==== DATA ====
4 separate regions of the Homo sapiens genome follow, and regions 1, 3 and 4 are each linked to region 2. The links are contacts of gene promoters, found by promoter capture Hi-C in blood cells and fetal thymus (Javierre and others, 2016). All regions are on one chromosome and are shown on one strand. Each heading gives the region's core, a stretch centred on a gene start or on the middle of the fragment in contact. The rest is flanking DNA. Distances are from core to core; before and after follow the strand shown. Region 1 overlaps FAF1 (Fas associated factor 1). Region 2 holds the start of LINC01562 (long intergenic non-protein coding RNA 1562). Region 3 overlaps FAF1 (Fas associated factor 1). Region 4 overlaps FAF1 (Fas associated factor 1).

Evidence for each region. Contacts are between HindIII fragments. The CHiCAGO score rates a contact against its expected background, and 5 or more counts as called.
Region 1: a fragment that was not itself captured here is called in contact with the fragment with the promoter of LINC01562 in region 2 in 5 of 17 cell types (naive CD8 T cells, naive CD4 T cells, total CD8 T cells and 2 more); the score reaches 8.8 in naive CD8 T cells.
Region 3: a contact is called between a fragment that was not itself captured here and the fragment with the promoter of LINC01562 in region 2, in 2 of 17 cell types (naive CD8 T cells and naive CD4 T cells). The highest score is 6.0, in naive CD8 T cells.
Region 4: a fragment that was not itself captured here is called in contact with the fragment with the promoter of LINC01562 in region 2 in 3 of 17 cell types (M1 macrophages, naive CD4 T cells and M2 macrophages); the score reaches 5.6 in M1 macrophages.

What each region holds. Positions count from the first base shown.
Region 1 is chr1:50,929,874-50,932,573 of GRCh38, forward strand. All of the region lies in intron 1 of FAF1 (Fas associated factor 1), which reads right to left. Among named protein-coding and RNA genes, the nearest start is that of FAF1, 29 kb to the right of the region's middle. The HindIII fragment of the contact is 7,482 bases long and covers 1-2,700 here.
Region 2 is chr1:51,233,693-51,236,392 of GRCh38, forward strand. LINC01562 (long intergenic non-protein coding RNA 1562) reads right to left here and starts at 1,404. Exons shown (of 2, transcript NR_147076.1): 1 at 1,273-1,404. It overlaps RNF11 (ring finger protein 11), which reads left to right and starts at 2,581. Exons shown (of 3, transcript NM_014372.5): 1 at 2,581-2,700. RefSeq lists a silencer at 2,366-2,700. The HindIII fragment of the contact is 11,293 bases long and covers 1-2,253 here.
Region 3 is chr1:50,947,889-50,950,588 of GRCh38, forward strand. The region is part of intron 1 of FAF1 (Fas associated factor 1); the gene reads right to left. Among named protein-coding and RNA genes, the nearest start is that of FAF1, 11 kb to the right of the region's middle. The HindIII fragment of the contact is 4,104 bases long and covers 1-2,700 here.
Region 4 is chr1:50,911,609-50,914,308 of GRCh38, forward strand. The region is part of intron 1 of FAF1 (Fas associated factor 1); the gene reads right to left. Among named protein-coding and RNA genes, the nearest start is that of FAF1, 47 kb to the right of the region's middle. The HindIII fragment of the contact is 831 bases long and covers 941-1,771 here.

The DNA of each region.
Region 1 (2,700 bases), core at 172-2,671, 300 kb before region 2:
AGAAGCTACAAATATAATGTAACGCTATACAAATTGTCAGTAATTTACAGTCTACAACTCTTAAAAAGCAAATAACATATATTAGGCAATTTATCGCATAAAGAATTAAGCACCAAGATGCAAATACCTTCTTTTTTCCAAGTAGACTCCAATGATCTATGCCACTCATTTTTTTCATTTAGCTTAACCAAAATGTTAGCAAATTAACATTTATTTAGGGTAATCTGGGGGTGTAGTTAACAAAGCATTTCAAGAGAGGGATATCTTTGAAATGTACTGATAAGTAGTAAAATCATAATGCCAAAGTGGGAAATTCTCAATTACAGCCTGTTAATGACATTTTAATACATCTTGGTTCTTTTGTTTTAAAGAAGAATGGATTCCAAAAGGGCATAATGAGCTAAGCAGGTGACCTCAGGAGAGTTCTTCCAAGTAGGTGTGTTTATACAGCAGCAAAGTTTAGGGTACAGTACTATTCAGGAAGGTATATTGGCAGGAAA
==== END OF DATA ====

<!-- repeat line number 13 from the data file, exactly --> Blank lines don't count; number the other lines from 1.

AGAAGCTACAAATATAATGTAACGCTATACAAATTGTCAGTAATTTACAGTCTACAACTCTTAAAAAGCAAATAACATATATTAGGCAATTTATCGCATAAAGAATTAAGCACCAAGATGCAAATACCTTCTTTTTTCCAAGTAGACTCCAATGATCTATGCCACTCATTTTTTTCATTTAGCTTAACCAAAATGTTAGCAAATTAACATTTATTTAGGGTAATCTGGGGGTGTAGTTAACAAAGCATTTCAAGAGAGGGATATCTTTGAAATGTACTGATAAGTAGTAAAATCATAATGCCAAAGTGGGAAATTCTCAATTACAGCCTGTTAATGACATTTTAATACATCTTGGTTCTTTTGTTTTAAAGAAGAATGGATTCCAAAAGGGCATAATGAGCTAAGCAGGTGACCTCAGGAGAGTTCTTCCAAGTAGGTGTGTTTATACAGCAGCAAAGTTTAGGGTACAGTACTATTCAGGAAGGTATATTGGCAGGAAA